The [Hamdi] Court explained that the “process due in any given instance is determined by weighing ‘the private interest that will be affected by the official action’ against the Government’s asserted interest, ‘including the function involved’ and the burdens the Government would face in providing greater process. The due process balancing analysis applied to determine the Fifth Amendment rights of a U.S. citizen with respect to law-of-war detention [as in Hamdi]supplies the framework for assessing the process due a U.S. citizen who is a senior operational leader of an enemy force planning violent attacks against Americans before he is subjected to lethal targeting.
The problem with this reasoning is two-fold. First, it wholly neglects the second Mathews factor -- i.e., “the risk of an erroneous deprivation of such interest through the procedures used, and the probable value, if any, of additional or substitute procedural safeguards.” Indeed, the very next sentence of Justice O’Connor’s plurality opinion in Hamdi after the one quoted in the passage above specifically emphasized that “[t]he Mathews calculus then contemplates a judicious balancing of these concerns, through an analysis of ‘the risk of an erroneous deprivation’ of the private interest if the process were reduced and the ‘probable value, if any, of additional or substitute procedural safeguards.’” (emphasis added). In other words, the white paper decouples the false-positive concern from the balancing approach, implying that all that the Due Process Clause requires in the context of national security is for the relevant decision maker to decide whether a balancing of the interests militates in favor of greater or lesser process, without any regard to the costs and benefits of either.
Second, and more fundamentally, the white paper never explains how it gets from this understanding of the Mathews test (perverted though it may be) to Attorney General Eric Holder’s controversial suggestion at a speech at Northwestern University Law School last March that “‘[d]ue process’ and ‘judicial process’ are not one and the same, particularly when it comes to national security.” Indeed, the very next line of Holder’s speech was emphatic that “[t]he Constitution guarantees due process, not judicial process,” and yet none of the white paper’s due process analysis remotely supports that conclusion. Instead, the white paper’s argument against judicial review comes buried toward the end (see page 10), in a cryptic discussion of the political question doctrine (and not the Due Process Clause) the flaws of which I’ve already documented elsewhere.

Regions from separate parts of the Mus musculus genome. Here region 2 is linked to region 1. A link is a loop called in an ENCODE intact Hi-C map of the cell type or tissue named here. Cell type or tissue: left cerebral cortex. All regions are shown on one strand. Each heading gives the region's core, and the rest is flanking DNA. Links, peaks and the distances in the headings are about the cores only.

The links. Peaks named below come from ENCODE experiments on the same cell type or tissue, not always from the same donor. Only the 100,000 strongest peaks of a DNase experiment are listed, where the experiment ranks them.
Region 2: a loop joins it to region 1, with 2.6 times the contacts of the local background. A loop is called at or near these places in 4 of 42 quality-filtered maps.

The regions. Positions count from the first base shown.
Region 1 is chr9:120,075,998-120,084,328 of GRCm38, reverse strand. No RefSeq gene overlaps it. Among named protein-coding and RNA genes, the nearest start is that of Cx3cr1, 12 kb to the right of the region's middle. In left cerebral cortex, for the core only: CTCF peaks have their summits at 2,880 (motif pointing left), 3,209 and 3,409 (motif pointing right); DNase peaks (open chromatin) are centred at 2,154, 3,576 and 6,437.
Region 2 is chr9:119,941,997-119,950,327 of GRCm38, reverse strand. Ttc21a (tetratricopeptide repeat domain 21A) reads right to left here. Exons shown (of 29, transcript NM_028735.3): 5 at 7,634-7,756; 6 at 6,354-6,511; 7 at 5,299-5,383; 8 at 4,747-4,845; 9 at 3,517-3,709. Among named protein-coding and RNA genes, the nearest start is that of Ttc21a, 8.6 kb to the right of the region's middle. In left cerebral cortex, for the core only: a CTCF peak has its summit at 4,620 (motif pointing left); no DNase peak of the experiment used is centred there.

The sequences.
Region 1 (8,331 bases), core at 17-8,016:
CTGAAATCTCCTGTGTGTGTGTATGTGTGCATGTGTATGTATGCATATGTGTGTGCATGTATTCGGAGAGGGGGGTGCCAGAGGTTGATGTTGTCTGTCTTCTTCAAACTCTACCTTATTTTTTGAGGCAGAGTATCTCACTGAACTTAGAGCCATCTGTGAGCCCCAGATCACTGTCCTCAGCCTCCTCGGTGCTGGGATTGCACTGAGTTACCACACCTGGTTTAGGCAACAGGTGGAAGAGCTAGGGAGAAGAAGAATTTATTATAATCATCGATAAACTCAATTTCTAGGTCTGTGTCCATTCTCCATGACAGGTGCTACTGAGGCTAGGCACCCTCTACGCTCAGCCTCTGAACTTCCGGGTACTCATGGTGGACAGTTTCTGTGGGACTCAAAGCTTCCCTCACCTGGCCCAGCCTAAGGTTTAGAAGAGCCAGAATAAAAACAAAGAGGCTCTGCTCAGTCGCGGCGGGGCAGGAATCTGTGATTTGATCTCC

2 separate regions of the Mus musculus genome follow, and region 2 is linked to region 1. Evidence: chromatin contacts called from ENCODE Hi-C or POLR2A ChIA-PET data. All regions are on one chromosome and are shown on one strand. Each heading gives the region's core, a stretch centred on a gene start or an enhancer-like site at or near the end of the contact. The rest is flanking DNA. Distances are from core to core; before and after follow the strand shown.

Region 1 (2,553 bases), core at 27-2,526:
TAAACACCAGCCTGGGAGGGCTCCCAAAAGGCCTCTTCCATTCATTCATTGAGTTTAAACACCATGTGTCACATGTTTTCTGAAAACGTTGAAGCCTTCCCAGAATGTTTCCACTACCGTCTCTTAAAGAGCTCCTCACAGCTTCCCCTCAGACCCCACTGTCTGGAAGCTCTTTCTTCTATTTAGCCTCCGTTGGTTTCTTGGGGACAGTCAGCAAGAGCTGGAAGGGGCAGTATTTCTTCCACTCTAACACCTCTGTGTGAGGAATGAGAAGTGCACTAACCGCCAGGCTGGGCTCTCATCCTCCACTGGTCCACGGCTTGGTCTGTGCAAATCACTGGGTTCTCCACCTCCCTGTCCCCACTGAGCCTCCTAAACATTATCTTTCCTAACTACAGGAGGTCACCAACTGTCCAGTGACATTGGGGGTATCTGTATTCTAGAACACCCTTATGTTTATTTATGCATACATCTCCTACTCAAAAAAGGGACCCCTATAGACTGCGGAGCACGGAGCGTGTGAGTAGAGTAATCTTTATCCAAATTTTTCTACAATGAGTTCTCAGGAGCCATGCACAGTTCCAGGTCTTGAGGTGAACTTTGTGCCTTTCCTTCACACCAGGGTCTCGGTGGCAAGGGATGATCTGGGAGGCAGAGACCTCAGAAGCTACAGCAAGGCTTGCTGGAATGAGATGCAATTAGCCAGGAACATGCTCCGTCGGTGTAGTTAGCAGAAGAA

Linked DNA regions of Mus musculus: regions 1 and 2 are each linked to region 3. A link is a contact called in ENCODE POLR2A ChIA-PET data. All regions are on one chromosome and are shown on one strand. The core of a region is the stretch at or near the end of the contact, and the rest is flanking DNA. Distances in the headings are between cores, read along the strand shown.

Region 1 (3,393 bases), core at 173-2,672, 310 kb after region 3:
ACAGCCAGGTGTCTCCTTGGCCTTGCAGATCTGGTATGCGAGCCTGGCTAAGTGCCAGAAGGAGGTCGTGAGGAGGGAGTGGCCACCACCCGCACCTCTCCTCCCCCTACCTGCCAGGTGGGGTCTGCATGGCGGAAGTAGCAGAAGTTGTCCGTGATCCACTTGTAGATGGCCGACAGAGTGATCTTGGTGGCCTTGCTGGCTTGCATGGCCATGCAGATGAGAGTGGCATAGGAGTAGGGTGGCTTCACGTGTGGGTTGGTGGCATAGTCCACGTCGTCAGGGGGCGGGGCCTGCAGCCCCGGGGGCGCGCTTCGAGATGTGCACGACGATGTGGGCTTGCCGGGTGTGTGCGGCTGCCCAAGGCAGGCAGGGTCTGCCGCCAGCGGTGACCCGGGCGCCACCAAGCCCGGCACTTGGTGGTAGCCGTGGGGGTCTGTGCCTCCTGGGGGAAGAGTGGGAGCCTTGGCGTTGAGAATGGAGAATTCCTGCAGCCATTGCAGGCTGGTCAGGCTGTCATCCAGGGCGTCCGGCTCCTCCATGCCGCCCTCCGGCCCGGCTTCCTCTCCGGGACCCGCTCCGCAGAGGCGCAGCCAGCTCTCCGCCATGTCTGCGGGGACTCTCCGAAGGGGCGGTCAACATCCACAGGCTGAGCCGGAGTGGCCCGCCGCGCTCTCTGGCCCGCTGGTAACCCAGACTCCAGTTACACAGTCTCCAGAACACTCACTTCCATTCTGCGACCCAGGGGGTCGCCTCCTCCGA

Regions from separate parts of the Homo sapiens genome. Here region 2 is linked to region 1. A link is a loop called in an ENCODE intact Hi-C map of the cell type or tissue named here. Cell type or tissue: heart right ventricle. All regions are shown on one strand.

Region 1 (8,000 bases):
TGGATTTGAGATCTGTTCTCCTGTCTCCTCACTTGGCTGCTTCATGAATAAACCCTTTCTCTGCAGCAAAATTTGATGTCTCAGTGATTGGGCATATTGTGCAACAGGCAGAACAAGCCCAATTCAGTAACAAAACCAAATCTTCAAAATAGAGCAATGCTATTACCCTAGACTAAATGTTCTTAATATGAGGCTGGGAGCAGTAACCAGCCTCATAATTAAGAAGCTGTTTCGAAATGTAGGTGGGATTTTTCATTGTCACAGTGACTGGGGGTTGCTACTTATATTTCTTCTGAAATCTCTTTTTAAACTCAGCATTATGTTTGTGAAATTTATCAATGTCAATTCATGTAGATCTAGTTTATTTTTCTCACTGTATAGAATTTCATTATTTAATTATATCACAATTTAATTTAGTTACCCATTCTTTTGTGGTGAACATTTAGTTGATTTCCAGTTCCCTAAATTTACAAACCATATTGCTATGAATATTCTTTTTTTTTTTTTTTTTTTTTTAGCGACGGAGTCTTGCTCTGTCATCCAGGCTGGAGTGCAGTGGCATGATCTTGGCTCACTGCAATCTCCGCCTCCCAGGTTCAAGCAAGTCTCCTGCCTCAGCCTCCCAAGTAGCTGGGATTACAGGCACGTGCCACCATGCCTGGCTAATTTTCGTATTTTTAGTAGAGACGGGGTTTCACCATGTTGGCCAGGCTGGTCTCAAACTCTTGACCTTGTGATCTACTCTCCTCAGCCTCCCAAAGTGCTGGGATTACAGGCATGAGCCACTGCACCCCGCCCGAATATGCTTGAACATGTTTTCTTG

This omission is more than just an oversight; it is the central flaw in the government’s position with regard to targeted killings of U.S. citizens. After all, rhetoric aside, the real question is not whether there are any circumstances in which the government is allowed to use deadly force against its own citizens; clearly, the answer to that question is yes. Rather, the question is whether, when such force is used, we as a nation can be sure that those exceptional circumstances were present. Of course, the government will always say that the answer is yes, but as Justice Jackson concluded in Mezei, “Let it not be overlooked that due process of law is not for the sole benefit of an accused. It is the best insurance for the Government itself against those blunders which leave lasting stains on a system of justice but which are bound to occur on ex parte consideration.”
Or, put another way, trust, but verify.